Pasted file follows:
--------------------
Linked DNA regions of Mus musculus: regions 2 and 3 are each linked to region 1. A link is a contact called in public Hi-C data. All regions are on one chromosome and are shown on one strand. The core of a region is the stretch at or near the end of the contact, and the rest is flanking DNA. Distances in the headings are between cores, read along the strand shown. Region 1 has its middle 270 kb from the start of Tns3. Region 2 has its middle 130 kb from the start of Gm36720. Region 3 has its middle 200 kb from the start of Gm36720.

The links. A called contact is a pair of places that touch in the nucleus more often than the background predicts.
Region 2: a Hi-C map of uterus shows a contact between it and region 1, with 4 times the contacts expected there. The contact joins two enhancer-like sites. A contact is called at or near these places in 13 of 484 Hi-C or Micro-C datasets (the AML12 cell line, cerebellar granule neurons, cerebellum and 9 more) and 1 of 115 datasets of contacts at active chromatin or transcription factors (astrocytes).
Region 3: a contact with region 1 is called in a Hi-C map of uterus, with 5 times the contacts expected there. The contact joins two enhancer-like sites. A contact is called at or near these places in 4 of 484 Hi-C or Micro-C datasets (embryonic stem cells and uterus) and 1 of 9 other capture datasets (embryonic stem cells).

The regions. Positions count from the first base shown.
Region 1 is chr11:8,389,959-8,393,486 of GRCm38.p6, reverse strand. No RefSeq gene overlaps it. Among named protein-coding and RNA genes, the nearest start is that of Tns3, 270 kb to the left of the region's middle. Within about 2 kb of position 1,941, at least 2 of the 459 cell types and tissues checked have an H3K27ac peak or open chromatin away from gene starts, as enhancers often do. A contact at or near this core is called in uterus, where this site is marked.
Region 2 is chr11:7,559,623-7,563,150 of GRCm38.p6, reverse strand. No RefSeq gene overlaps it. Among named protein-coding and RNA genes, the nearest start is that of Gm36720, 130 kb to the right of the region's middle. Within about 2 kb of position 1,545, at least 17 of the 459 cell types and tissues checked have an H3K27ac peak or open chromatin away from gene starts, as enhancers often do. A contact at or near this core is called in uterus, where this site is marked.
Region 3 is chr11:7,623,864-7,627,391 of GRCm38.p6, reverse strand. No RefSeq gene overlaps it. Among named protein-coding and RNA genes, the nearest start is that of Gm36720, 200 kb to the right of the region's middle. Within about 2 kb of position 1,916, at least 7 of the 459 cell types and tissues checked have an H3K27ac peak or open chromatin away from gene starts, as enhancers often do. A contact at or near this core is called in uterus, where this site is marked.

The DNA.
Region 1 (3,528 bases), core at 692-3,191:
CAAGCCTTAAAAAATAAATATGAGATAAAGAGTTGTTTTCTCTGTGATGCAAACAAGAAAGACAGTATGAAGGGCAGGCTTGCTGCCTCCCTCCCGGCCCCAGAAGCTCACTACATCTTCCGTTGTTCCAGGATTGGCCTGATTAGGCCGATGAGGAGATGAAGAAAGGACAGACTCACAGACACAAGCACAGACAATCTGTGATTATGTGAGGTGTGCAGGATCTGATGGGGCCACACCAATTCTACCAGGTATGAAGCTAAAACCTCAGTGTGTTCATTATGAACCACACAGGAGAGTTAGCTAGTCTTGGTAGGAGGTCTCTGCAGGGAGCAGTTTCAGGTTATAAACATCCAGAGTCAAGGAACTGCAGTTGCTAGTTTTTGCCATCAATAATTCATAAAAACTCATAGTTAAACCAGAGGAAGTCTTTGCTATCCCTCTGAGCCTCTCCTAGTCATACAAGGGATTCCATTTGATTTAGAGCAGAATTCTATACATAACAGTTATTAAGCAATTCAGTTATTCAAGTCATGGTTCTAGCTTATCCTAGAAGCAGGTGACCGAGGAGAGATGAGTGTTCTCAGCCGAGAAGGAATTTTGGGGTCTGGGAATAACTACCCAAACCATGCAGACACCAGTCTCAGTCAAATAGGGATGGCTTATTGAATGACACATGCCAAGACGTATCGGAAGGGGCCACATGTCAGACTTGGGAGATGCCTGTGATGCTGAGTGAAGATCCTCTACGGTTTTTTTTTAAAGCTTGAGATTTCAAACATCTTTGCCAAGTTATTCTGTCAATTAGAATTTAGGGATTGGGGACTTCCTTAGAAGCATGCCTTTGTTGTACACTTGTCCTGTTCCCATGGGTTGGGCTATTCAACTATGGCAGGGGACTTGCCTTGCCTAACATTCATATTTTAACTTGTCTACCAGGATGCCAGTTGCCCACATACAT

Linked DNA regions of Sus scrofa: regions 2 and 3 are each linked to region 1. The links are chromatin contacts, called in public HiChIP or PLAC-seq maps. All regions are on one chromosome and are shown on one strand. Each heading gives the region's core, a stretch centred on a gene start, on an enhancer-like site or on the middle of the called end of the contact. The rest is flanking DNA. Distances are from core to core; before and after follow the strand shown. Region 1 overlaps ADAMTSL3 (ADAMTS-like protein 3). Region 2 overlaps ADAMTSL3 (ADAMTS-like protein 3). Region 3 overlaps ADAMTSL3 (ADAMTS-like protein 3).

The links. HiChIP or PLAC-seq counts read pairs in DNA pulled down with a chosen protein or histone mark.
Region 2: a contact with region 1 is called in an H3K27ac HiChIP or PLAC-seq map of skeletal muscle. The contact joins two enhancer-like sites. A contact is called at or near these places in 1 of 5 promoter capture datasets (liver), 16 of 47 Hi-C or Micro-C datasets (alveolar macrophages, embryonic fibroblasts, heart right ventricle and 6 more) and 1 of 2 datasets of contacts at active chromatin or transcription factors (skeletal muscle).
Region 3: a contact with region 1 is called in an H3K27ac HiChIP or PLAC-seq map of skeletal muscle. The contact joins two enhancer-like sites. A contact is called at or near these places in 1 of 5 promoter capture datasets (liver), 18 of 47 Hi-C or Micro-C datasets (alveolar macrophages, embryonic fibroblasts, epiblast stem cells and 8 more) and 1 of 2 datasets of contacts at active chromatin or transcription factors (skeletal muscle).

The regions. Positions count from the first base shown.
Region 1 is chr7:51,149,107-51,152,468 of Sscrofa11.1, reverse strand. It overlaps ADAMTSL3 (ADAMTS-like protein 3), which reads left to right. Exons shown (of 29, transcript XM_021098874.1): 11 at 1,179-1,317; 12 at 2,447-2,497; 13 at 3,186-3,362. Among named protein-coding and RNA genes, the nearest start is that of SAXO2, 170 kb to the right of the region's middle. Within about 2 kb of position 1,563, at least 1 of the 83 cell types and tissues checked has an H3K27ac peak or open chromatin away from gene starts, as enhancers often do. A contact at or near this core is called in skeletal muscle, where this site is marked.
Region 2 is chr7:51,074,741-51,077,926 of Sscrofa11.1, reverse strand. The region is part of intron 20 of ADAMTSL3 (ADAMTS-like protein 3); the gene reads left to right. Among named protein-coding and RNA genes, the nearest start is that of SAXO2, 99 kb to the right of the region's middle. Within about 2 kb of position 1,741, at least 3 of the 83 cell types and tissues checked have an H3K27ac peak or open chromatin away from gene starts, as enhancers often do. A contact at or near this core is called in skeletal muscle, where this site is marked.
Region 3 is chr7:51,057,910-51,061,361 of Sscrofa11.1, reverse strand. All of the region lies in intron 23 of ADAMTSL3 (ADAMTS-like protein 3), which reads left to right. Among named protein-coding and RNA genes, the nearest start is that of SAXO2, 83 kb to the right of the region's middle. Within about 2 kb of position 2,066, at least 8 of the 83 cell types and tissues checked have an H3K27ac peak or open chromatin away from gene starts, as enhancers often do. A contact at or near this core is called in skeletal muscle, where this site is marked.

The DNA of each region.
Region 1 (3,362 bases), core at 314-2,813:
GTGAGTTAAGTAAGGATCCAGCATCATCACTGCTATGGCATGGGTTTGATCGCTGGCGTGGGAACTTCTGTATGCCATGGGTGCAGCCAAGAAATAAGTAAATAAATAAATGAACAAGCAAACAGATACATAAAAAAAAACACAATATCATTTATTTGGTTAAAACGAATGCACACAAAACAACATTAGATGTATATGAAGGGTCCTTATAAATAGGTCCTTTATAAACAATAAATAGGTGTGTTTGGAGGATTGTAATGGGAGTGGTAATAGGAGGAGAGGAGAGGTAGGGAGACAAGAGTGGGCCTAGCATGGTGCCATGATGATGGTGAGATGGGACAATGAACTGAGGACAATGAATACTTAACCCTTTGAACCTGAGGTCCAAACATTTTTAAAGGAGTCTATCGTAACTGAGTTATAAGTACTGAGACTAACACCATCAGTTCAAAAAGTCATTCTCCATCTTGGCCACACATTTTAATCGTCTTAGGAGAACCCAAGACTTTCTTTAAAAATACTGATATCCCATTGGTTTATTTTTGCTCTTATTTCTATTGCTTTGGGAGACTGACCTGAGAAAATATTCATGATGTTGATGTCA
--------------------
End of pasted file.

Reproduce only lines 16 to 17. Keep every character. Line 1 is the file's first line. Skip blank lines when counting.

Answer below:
The regions. Positions count from the first base shown.
Region 1 is chr7:51,149,107-51,152,468 of Sscrofa11.1, reverse strand. It overlaps ADAMTSL3 (ADAMTS-like protein 3), which reads left to right. Exons shown (of 29, transcript XM_021098874.1): 11 at 1,179-1,317; 12 at 2,447-2,497; 13 at 3,186-3,362. Among named protein-coding and RNA genes, the nearest start is that of SAXO2, 170 kb to the right of the region's middle. Within about 2 kb of position 1,563, at least 1 of the 83 cell types and tissues checked has an H3K27ac peak or open chromatin away from gene starts, as enhancers often do. A contact at or near this core is called in skeletal muscle, where this site is marked.